are trying to cast the Almighty in our own mold. Maybe we are projecting some of our own anger upon a God who, In my reading of the scriptures, is
a suffering God, an unrequited Lover, one who turns to us as we stand in the angry mob screaming "Crucify!" and says with the gentleness of the Lover that he is, "It's all right. I forgive you. I'll step aside and let you have your way, because I value and respect your integrity and your freedom that much. I love you that much." "Father, forgive them, they
know not what they do," is the eternal expression of a divine commitment
to the human enterprise. It Is an expression of the nature of a suffering God who yet weeps over Jerusalem as a mother or a father weeps over the.
plight of their children
We seem to have some problem relating to a suffering God, as depicted in Isaiah 53: "He was despised and rejected by men, a man of sorrows and acquainted with grief." We seem to desire always a militant messiah, an angry God, perhaps really because we are so angry, so frustrated at having to deal with a situation that seems beyond the control of everyone.
But God suffers our growth, allowing us the freedom we must have to resolve our differences and to "come of age" as the Body and Being of
God here and now. Love demands that we take control of ourselves and of the world, rather than resign ourselves to the apocalypse. And in order
to take control, we must suffer ourselves to be a part of the family.



My favorite saints tend to be ones who never were officially sanctioned as such. Corita Kent, for instance, who, when interviewed following her departure fro~ the sisterhood of her faith by someone who said she sounded like a Unitarian, affirmed that she no longer had any relationship with organized religion. And even Mother Teresa; after all of her saintly services to the poor and dying, has to wait for official recognition as a saint until it can be proved that she performed a "miracle." Soren Kierkegaard wanted to be a minister, but he didn't qualify. Nikos Kazantzakis came within a hair of being excommunicated from the Eastern Orthodox system for such profound works as The Last Temptation of Christ, and the list could go on and on. The saintly acts of creation by such individuals, nevertheless, testify to their enduring validity. And let's be fair to established religion; it has nurtured and sustained true saints and reformers within its strictures and structures. Look at what Andy Warhol meant when he said, "I go to church. It's so pretty." And don't forget Alan Watts' eternally sage advice, that " ... when you know that you don't need to have a religion at all, it can be fun to have one."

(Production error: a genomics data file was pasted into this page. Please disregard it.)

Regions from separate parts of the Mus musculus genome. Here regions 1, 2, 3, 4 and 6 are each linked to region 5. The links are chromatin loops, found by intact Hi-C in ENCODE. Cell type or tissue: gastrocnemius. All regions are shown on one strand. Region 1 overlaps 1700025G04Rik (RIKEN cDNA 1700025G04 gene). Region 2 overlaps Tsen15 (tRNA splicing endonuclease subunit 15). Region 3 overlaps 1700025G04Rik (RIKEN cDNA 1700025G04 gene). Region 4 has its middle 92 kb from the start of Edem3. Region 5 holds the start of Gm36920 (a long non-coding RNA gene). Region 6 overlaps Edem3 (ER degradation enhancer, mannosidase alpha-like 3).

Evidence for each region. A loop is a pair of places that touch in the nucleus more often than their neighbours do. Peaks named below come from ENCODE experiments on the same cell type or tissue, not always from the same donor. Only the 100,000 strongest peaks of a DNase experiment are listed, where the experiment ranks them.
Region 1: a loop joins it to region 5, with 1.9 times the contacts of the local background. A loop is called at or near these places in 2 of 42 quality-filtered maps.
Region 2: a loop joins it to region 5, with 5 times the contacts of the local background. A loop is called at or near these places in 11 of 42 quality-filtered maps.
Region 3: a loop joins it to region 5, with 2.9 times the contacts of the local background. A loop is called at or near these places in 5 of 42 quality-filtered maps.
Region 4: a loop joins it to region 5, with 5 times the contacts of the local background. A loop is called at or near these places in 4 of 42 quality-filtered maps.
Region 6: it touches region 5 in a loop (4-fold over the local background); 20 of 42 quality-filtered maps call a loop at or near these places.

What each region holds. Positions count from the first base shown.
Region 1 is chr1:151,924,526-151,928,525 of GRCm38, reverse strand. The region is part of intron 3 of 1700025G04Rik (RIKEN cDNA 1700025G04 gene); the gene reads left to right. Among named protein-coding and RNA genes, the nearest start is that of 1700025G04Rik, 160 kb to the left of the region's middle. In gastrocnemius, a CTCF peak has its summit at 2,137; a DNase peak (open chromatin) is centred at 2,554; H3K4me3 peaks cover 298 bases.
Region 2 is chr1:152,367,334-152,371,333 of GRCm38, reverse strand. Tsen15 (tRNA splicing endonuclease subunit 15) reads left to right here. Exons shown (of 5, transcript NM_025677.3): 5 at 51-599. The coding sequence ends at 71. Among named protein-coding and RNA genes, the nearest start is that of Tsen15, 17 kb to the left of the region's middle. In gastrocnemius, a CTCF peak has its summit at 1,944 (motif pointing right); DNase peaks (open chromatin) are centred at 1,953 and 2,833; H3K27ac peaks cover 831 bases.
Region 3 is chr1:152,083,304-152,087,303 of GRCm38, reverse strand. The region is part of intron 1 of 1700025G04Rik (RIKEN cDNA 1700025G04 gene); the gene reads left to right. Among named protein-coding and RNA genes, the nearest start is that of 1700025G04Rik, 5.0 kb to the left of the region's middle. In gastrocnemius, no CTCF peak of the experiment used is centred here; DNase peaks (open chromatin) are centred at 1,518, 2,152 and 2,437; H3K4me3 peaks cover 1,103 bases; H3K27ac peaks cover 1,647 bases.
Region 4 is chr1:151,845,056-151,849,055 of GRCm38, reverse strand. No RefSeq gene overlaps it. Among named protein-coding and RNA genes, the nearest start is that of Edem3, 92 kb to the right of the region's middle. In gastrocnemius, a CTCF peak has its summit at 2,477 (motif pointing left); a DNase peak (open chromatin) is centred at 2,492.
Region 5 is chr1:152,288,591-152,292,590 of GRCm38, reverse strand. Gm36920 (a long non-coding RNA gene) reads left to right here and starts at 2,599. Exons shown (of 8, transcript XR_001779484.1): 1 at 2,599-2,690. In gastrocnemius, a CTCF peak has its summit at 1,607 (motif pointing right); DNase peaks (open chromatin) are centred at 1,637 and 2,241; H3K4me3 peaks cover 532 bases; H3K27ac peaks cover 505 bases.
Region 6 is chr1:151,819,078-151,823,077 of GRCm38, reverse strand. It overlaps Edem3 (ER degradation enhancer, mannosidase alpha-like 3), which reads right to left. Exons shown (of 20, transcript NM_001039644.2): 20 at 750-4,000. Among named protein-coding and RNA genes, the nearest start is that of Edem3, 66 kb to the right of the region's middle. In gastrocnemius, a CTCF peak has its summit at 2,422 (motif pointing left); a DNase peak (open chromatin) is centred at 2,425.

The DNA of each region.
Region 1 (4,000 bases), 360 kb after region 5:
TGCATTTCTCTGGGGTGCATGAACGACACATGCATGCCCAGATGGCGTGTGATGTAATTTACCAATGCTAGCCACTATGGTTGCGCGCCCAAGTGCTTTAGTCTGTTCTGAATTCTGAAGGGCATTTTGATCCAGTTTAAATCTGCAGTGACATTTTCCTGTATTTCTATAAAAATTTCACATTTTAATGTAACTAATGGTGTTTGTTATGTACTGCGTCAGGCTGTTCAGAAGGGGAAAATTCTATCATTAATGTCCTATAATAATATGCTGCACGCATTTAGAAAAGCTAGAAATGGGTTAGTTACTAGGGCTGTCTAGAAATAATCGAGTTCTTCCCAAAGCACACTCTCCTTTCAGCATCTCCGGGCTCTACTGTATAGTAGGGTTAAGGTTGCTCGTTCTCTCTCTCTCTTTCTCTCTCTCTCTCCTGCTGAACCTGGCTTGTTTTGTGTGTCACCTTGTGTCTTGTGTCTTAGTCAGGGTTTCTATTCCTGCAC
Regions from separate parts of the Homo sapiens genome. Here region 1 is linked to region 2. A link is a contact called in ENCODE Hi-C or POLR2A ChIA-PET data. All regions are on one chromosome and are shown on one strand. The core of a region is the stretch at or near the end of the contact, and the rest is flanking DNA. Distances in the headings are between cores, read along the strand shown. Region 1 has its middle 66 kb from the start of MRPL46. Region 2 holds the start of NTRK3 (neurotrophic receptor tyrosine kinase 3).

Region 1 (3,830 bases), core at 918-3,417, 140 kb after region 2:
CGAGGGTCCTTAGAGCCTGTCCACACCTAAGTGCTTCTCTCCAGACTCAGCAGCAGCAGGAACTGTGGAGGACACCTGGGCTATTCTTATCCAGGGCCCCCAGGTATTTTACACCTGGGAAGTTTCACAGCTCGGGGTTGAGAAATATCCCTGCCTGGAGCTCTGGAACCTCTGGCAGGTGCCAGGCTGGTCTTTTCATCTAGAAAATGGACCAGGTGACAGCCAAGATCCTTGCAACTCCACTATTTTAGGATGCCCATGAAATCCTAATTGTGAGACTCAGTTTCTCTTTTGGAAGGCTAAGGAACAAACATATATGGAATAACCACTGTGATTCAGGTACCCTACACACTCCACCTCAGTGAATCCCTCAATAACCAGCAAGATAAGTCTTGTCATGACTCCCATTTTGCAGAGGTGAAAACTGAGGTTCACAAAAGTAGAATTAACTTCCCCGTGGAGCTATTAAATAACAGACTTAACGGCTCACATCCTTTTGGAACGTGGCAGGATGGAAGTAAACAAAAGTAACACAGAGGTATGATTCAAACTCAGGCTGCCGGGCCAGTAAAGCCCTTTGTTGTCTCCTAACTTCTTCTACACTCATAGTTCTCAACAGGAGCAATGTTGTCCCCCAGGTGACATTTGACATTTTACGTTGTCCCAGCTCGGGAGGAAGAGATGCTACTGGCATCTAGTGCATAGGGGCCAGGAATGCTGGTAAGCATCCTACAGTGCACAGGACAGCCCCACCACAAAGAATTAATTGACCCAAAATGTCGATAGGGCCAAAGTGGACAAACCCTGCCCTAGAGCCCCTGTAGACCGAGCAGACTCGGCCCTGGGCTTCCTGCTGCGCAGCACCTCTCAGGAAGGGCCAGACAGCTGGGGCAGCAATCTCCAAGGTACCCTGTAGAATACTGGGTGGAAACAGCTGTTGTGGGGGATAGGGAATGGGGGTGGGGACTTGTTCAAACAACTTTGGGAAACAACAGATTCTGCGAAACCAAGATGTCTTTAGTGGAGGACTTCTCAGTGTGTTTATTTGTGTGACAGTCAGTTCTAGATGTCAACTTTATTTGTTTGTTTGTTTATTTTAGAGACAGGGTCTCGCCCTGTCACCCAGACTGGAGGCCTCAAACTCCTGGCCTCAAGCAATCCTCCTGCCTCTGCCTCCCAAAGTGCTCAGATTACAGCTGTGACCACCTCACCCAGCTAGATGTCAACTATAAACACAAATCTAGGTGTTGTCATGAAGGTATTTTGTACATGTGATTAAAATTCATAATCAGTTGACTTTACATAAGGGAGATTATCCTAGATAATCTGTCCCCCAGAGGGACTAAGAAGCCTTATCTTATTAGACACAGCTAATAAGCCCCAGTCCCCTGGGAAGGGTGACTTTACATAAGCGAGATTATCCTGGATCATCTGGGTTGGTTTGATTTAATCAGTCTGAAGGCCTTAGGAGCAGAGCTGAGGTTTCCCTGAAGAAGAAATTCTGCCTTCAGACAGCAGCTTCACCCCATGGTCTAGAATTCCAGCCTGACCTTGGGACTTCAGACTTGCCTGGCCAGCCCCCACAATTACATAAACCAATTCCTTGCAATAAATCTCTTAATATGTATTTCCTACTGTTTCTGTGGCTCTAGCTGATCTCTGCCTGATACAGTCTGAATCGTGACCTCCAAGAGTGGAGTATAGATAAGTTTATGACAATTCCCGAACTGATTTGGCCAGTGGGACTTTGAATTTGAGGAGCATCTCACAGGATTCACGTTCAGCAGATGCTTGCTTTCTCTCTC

So whether you're in or out, or half-way, "keep the faith." - Bill Joyner


Leonard Cohen is a saint to me, and I love his description of what one might be:


"A saint'is someone

who has achieved

a remote human

possibility ...

"I think it has

something to do

with the energy

of love.

"It is a kind of balance

that is his glory.

He rides the drifts

like an escaped ski.

His course is

a caress of the hill ...

Something in him

so loves the world

that he gives himself

to the laws of

gravity and


- Leonard Cohen



So ... love abide[s]. (I Corinthians 13: 13)
Yes, God be praised, love abides! Whatever the world takes away from you, though it be the most cherished, whatever happens to you in life, however you may have to suffer because of your striving, for the good, if you please, if men turn indifferent from you or as enemies against you, if no one is willing to admit acquaintance with you or acknowledge what he nevertheless owes to you, if even your best friend should deny you-if nevertheless in any of your strivings, in any of your actions, in any of your words you truly have consciously had love along: then take comfort, for love abides. - Kierkegaard



Corita Kent




When Corita Kent died here in Boston last month, the first. thing I thought of was a splendid evening we . , shared sometime around 1970 which we called "A Peace of Bread" The title, of course, was one of her puns. We invited lots of people - many hundreds came to a gathering for song, poetry, art, and the sharing of bread, all as a celebra­tion of life and a protest against the war in Vietnam.

It was a great evening. Micki Myers, Corita's talented young protégée, had done a lot of the preparation. The lighting was c1assicallate-sixties. The mood was upbeat. People obvi­ously wanted to say and do something positive and affirming, not just continue to say "no" to the war. It was also the time when the vague oriental wave had already crested and many young people were looking to Christianity again.